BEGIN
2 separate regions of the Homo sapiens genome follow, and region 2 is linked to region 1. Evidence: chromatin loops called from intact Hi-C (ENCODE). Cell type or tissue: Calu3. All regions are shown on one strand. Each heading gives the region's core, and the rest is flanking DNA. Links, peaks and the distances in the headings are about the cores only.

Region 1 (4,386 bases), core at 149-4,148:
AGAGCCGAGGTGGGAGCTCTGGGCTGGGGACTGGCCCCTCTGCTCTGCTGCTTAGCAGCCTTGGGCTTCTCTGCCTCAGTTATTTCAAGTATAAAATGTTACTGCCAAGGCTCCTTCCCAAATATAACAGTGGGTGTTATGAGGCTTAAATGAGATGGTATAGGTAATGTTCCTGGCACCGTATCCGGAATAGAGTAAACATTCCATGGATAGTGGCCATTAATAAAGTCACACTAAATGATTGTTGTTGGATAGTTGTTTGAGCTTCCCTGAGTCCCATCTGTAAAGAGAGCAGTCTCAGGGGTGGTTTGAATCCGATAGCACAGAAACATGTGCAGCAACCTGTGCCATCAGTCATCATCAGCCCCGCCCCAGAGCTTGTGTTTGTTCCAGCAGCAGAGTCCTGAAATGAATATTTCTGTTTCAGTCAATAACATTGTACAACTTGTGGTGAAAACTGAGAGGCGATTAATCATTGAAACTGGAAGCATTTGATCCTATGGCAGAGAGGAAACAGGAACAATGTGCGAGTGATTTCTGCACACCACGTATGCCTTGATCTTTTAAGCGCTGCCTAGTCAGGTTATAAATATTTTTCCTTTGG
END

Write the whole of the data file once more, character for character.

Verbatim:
2 separate regions of the Homo sapiens genome follow, and region 2 is linked to region 1. Evidence: chromatin loops called from intact Hi-C (ENCODE). Cell type or tissue: Calu3. All regions are shown on one strand. Each heading gives the region's core, and the rest is flanking DNA. Links, peaks and the distances in the headings are about the cores only.

Region 1 (4,386 bases), core at 149-4,148:
AGAGCCGAGGTGGGAGCTCTGGGCTGGGGACTGGCCCCTCTGCTCTGCTGCTTAGCAGCCTTGGGCTTCTCTGCCTCAGTTATTTCAAGTATAAAATGTTACTGCCAAGGCTCCTTCCCAAATATAACAGTGGGTGTTATGAGGCTTAAATGAGATGGTATAGGTAATGTTCCTGGCACCGTATCCGGAATAGAGTAAACATTCCATGGATAGTGGCCATTAATAAAGTCACACTAAATGATTGTTGTTGGATAGTTGTTTGAGCTTCCCTGAGTCCCATCTGTAAAGAGAGCAGTCTCAGGGGTGGTTTGAATCCGATAGCACAGAAACATGTGCAGCAACCTGTGCCATCAGTCATCATCAGCCCCGCCCCAGAGCTTGTGTTTGTTCCAGCAGCAGAGTCCTGAAATGAATATTTCTGTTTCAGTCAATAACATTGTACAACTTGTGGTGAAAACTGAGAGGCGATTAATCATTGAAACTGGAAGCATTTGATCCTATGGCAGAGAGGAAACAGGAACAATGTGCGAGTGATTTCTGCACACCACGTATGCCTTGATCTTTTAAGCGCTGCCTAGTCAGGTTATAAATATTTTTCCTTTGG